Tuesday, September 16, 2003

Joyce as Troubadour

I’ve been struggling to come up with ways to make
enough money via some side project so that I can
quit my job and just work on my writing. I find
myself thinking a lot about James Joyce’s struggles
to survive. We’re both good at coming up with ideas,
but not so good at the follow through or making our
ideas pay.

One of his early ideas was to be a traveling minstrel,
sort of a 20th century O’Carolan. Here’s how he
explained it in a letter to Gogarty written June 3rd,

“My idea for July and August is this - to get
Dolmetsch to make me a lute and to coast the
south of England from Falmouth to Margate,
singing old English songs”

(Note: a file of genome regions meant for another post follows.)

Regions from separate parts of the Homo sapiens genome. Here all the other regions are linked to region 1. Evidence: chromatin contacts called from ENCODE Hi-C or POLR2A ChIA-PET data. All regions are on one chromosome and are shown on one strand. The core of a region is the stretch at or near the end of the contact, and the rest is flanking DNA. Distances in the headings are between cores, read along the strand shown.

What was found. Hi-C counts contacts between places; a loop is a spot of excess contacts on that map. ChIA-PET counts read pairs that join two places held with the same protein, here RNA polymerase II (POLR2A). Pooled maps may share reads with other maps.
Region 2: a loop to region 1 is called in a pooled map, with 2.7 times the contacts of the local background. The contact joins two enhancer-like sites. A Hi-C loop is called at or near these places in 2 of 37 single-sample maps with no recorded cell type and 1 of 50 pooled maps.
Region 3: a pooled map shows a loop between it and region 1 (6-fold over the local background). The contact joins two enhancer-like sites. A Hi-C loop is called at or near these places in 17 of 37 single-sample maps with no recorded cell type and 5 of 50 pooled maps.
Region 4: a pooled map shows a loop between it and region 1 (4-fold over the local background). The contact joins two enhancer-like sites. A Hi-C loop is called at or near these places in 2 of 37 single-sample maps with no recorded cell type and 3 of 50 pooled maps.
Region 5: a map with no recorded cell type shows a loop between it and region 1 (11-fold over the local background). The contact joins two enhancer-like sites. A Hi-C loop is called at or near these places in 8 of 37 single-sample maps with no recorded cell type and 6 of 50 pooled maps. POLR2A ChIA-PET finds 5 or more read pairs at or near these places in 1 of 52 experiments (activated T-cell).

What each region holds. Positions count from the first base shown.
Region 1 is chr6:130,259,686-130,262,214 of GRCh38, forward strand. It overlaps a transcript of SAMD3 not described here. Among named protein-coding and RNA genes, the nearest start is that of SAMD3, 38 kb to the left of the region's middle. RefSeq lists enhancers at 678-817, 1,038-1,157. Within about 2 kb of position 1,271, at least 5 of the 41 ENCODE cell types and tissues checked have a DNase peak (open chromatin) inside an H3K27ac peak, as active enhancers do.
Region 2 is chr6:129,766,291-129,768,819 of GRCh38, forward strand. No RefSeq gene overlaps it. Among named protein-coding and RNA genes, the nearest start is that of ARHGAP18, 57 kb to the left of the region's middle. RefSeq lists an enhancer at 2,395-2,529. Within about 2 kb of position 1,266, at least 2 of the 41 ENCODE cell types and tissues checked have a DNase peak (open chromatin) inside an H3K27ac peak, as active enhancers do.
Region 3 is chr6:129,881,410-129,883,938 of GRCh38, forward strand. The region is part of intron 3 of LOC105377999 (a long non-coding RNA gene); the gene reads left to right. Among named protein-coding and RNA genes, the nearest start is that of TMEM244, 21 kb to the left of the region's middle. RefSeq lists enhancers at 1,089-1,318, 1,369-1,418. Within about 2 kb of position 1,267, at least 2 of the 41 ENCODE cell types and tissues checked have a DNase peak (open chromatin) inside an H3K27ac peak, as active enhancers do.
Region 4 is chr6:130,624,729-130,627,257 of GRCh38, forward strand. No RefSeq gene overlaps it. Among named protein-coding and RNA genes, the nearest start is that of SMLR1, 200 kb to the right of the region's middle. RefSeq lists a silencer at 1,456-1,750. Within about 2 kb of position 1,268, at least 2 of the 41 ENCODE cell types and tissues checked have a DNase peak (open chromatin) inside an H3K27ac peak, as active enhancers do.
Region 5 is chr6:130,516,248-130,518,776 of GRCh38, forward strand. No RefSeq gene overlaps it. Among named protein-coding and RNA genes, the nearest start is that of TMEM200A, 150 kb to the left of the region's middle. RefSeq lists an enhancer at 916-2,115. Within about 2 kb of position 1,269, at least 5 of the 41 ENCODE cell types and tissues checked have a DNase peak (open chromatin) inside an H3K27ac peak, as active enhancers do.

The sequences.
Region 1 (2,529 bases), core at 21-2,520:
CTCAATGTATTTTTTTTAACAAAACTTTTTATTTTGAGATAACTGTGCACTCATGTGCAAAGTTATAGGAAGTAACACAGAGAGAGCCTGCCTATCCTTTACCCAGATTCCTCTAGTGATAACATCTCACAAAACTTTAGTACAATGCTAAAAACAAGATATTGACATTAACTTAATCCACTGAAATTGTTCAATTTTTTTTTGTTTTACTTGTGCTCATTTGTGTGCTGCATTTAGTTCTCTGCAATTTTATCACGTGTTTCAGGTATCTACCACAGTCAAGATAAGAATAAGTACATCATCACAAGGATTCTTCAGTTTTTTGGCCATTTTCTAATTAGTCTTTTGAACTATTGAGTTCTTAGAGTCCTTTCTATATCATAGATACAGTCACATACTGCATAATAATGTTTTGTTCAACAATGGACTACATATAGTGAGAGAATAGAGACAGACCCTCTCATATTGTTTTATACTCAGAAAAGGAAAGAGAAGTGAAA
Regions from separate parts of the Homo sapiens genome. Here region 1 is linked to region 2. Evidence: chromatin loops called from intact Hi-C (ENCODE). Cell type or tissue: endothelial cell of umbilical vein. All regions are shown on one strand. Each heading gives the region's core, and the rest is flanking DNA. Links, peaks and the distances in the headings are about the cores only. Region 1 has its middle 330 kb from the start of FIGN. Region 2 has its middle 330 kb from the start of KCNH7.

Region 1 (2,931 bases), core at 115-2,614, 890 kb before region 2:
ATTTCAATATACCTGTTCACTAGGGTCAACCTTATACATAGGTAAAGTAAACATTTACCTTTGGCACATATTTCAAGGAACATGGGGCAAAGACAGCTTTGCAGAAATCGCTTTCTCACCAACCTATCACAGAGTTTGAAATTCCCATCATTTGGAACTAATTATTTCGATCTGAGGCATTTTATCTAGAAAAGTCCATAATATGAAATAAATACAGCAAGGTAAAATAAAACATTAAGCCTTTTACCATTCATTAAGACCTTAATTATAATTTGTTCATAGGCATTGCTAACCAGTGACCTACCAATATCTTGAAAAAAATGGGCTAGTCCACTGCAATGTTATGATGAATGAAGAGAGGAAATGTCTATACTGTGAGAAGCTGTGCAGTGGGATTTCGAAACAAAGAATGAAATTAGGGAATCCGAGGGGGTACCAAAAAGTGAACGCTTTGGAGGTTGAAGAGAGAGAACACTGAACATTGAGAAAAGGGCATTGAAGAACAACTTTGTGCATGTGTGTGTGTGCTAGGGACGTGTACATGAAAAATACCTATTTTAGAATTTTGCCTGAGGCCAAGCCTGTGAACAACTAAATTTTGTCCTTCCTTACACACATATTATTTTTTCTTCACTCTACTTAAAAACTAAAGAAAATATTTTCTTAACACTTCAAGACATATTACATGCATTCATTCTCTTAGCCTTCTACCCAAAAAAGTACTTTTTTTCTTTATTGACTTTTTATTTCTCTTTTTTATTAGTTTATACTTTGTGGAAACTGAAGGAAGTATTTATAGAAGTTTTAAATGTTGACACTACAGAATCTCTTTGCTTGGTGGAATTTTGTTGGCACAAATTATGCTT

And he told Padraic Colum that the tour would be
“personally conducted, like the Emperor Nero’s
tour in Greece.”

The plan didn’t work out. Dolmetsch, who had
made a similar instrument for Yeats, was hesitant
to make another one. He told Joyce that making a
lute would be highly expensive and “I could hardly
say when it would be finished. The lute is moreover
extremely difficult to play and very troublesome to
keep in order.” He recommended Joyce use a spinet
or harpsichord. Joyce gave up on the idea instead.

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